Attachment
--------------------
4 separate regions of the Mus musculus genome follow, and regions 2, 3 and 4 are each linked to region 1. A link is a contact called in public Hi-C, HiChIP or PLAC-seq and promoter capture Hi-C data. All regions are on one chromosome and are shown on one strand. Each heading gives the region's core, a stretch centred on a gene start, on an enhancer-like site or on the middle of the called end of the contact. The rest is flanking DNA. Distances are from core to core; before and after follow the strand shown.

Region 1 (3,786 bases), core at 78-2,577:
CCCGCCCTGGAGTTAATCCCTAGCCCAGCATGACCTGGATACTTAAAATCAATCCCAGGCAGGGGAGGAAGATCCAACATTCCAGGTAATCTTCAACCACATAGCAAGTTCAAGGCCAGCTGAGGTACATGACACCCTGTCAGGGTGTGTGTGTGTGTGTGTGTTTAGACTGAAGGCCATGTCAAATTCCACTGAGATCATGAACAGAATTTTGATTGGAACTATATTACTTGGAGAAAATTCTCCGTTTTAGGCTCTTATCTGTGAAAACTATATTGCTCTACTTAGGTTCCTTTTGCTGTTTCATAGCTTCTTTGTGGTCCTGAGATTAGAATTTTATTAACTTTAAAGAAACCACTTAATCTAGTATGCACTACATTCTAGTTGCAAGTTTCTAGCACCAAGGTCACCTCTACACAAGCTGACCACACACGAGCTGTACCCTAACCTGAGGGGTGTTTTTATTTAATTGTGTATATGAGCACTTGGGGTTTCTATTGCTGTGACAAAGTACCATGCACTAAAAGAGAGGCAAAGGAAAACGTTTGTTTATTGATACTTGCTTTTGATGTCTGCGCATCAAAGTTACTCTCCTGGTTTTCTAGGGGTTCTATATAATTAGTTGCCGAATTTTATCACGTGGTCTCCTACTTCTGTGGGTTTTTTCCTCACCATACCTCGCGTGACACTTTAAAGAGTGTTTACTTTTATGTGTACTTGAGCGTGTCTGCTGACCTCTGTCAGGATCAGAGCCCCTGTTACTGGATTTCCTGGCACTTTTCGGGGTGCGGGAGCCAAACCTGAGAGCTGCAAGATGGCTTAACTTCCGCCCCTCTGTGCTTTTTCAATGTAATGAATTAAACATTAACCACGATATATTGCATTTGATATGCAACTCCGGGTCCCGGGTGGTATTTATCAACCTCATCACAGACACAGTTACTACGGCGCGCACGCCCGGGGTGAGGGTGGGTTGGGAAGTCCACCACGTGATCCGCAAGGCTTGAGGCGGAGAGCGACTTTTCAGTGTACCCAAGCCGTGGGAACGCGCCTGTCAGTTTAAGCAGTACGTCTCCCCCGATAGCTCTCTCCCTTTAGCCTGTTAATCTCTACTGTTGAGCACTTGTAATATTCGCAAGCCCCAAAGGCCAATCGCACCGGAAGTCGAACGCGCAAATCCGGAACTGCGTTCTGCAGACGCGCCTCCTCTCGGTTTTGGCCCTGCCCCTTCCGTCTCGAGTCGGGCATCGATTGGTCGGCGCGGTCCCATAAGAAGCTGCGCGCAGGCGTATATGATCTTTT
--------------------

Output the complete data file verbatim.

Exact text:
4 separate regions of the Mus musculus genome follow, and regions 2, 3 and 4 are each linked to region 1. A link is a contact called in public Hi-C, HiChIP or PLAC-seq and promoter capture Hi-C data. All regions are on one chromosome and are shown on one strand. Each heading gives the region's core, a stretch centred on a gene start, on an enhancer-like site or on the middle of the called end of the contact. The rest is flanking DNA. Distances are from core to core; before and after follow the strand shown.

Region 1 (3,786 bases), core at 78-2,577:
CCCGCCCTGGAGTTAATCCCTAGCCCAGCATGACCTGGATACTTAAAATCAATCCCAGGCAGGGGAGGAAGATCCAACATTCCAGGTAATCTTCAACCACATAGCAAGTTCAAGGCCAGCTGAGGTACATGACACCCTGTCAGGGTGTGTGTGTGTGTGTGTGTTTAGACTGAAGGCCATGTCAAATTCCACTGAGATCATGAACAGAATTTTGATTGGAACTATATTACTTGGAGAAAATTCTCCGTTTTAGGCTCTTATCTGTGAAAACTATATTGCTCTACTTAGGTTCCTTTTGCTGTTTCATAGCTTCTTTGTGGTCCTGAGATTAGAATTTTATTAACTTTAAAGAAACCACTTAATCTAGTATGCACTACATTCTAGTTGCAAGTTTCTAGCACCAAGGTCACCTCTACACAAGCTGACCACACACGAGCTGTACCCTAACCTGAGGGGTGTTTTTATTTAATTGTGTATATGAGCACTTGGGGTTTCTATTGCTGTGACAAAGTACCATGCACTAAAAGAGAGGCAAAGGAAAACGTTTGTTTATTGATACTTGCTTTTGATGTCTGCGCATCAAAGTTACTCTCCTGGTTTTCTAGGGGTTCTATATAATTAGTTGCCGAATTTTATCACGTGGTCTCCTACTTCTGTGGGTTTTTTCCTCACCATACCTCGCGTGACACTTTAAAGAGTGTTTACTTTTATGTGTACTTGAGCGTGTCTGCTGACCTCTGTCAGGATCAGAGCCCCTGTTACTGGATTTCCTGGCACTTTTCGGGGTGCGGGAGCCAAACCTGAGAGCTGCAAGATGGCTTAACTTCCGCCCCTCTGTGCTTTTTCAATGTAATGAATTAAACATTAACCACGATATATTGCATTTGATATGCAACTCCGGGTCCCGGGTGGTATTTATCAACCTCATCACAGACACAGTTACTACGGCGCGCACGCCCGGGGTGAGGGTGGGTTGGGAAGTCCACCACGTGATCCGCAAGGCTTGAGGCGGAGAGCGACTTTTCAGTGTACCCAAGCCGTGGGAACGCGCCTGTCAGTTTAAGCAGTACGTCTCCCCCGATAGCTCTCTCCCTTTAGCCTGTTAATCTCTACTGTTGAGCACTTGTAATATTCGCAAGCCCCAAAGGCCAATCGCACCGGAAGTCGAACGCGCAAATCCGGAACTGCGTTCTGCAGACGCGCCTCCTCTCGGTTTTGGCCCTGCCCCTTCCGTCTCGAGTCGGGCATCGATTGGTCGGCGCGGTCCCATAAGAAGCTGCGCGCAGGCGTATATGATCTTTT